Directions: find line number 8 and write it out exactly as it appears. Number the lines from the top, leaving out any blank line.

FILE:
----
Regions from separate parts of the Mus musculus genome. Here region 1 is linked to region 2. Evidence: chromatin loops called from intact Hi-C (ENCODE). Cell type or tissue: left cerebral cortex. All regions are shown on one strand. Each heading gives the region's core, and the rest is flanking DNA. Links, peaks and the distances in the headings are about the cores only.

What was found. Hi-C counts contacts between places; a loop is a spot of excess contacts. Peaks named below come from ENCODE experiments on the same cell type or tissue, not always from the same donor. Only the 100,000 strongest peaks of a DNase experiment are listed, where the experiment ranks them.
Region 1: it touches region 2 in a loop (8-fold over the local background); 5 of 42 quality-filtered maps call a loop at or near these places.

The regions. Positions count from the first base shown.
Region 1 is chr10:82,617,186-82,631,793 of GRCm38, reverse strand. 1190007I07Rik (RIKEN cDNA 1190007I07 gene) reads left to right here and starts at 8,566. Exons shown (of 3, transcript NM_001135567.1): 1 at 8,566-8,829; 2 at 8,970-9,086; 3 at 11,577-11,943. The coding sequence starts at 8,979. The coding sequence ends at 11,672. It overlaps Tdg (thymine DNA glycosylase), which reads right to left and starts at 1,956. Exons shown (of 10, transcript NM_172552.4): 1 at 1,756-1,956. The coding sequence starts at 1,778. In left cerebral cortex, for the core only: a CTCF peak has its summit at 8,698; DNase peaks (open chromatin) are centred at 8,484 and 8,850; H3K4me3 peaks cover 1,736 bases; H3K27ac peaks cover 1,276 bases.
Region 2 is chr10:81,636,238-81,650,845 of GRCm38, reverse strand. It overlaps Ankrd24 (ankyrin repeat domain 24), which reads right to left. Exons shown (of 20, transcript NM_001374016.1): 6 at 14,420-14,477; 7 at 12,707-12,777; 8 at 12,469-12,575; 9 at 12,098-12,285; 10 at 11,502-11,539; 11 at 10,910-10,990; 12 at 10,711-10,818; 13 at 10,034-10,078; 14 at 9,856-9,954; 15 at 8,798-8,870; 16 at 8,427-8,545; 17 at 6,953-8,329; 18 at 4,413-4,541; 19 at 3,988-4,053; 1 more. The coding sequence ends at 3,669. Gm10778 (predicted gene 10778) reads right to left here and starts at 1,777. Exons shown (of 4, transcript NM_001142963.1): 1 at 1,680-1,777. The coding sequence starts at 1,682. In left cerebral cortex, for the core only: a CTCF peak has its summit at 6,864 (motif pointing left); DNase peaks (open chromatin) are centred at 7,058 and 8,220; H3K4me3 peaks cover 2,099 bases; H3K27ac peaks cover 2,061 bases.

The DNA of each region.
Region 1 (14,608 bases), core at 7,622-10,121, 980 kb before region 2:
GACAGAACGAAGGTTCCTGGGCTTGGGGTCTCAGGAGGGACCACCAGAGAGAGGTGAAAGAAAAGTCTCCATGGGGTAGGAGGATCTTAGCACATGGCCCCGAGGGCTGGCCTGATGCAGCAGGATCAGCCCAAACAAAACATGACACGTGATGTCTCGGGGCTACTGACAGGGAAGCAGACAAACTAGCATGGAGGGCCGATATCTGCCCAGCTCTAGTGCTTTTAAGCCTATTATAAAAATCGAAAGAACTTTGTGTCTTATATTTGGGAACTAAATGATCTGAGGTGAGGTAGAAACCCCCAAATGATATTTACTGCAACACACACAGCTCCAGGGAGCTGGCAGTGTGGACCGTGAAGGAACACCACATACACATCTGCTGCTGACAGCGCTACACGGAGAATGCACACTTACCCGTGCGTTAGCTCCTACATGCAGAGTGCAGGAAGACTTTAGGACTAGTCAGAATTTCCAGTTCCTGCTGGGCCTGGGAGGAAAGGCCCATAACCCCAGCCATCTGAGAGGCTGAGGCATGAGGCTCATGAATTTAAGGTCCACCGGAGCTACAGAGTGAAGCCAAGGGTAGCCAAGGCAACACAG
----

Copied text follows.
Region 1 (14,608 bases), core at 7,622-10,121, 980 kb before region 2: